The Nine Lives of Ciro Rodriguez

Democrat tries another comeback in closely watched congressional race


Dave Mann

It’s run-off day in Texas, and the Republican race for U.S. Senate between Ted Cruz and David Dewhurst is getting all the headlines in Texas. But there’s another federal race today that could have a greater impact on the balance of power in Washington.

Many state and national Democrats are closely watching the Democratic runoff in Congressional District 23 between the unsinkable Ciro Rodriguez and the party favorite, state Rep. Pete Gallego. The winner will take on vulnerable GOP incumbent Quico Canseco of San Antonio. Democrats would very much like to win back the district, which stretches from San Antonio into West Texas—a victory that could be essential if they want to recapture the U.S. House.

Much of the party establishment is apparently rooting for Gallego because the state rep from Alpine has raised more money, and many observers think he has a better chance of defeating Canseco in the fall.

But few politicians are as pesky and dogged as Rodriguez. Ciro has represented San Antonio in Congress for two separate stints, and twice lost his seat. He was first defeated in 2004 in a Democratic primary by Henry Cuellar. He lost again to Cuellar in a primary rematch. But he earned a reprieve later that year when federal courts redrew the congressional districts. Ciro filed against, and later defeated, Henry Bonilla in CD 23. That was remarkable comeback No. 1.

In 2010, Rodriguez was unseated yet again by Canseco in an upset win for the Republican. After that kind of loss—Ciro’s third defeat in six years—most politicians would have called it a career.

But Rodriguez doesn’t quit. He surprised some Democrats by finishing ahead of Gallego in the May 29 primary. Despite being outspent and not being the party’s preferred candidate, Rodriguez received 46 percent to Gallego’s 41 percent (another candidate finished a distant third).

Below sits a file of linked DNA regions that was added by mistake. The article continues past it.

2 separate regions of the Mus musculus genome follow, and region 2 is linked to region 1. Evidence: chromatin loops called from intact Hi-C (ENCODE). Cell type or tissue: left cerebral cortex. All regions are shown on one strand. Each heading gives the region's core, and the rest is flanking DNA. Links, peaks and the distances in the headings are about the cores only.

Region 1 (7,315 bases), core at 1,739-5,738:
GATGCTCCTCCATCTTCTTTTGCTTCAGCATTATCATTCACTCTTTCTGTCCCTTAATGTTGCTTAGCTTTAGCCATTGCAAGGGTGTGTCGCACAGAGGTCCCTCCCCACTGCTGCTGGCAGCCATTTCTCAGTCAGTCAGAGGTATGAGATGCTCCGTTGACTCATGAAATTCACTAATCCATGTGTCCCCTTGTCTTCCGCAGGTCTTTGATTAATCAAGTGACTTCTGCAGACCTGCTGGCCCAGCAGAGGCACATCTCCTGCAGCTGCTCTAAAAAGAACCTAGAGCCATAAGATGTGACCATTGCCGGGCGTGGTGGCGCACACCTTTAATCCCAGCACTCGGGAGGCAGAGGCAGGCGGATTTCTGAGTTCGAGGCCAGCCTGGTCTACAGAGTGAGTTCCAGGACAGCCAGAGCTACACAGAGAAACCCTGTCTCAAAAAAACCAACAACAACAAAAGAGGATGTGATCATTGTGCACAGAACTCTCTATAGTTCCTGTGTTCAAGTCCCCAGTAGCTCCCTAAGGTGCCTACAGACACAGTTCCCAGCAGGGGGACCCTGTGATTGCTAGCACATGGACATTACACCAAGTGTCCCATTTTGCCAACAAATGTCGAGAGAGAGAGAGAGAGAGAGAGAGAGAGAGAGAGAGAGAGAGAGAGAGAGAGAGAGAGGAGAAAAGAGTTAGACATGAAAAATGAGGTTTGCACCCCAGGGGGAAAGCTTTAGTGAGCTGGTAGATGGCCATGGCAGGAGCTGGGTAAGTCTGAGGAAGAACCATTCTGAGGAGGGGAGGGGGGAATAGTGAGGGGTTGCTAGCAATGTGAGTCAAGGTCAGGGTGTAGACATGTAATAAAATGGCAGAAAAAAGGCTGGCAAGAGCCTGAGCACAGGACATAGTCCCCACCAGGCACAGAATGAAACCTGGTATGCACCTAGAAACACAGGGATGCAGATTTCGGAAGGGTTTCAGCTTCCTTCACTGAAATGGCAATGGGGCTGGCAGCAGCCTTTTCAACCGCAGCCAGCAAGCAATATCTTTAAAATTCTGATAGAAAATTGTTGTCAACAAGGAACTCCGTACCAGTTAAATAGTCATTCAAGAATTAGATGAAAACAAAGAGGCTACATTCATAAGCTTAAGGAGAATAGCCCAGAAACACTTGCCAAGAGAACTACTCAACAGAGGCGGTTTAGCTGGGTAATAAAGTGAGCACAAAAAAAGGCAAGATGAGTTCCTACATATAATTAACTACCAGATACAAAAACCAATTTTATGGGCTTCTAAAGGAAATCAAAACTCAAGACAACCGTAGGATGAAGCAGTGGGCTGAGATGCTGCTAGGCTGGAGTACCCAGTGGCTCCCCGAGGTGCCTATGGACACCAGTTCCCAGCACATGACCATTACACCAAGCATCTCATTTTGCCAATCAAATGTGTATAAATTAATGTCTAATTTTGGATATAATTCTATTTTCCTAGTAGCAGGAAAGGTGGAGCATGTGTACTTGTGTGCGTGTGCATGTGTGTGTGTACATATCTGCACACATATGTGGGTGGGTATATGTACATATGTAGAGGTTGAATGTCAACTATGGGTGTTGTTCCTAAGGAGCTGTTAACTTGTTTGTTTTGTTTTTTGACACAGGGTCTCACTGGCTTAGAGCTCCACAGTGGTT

Rodriguez benefits from a loyal, motivated base in San Antonio. He pummeled Gallego in Bexar County on primary night, winning 56 percent of the vote—double Gallego’s total. In fact, nearly a fifth of all Rodriguez’s votes came from Bexar County.

While he’s popular in West Texas, Gallego will have to perform better in San Antonio if he’s going to win the runoff tonight. Gaining the endorsement of popular San Antonio Mayor Julian Castro certainly helped, and Gallego had the money to build support in the San Antonio market. He had raised and spent more than $844,000, according to the latest federal filings on July11, nearly three times Rodriguez’s total (Gallego’s biggest donors were beer distributors and trial lawyers).

But Rodriguez has been outspent in previous races and still won. “He confounds some Democrats with how he’s able to do this without spending or raising a lot,” said Jessica Taylor, with the D.C.-based Rothenberg Political Report, told the Dallas Morning News. Ciro also picked up his own big-name endorsement on Tuesday when Bill Clinton announced his last-minute support.

This seat will likely be Texas’ most competitive congressional election this fall. Tonight we’ll find out if the Democratic challenger in November will be many Democrats’ preferred choice or if Rodriguez will continue another improbably comeback.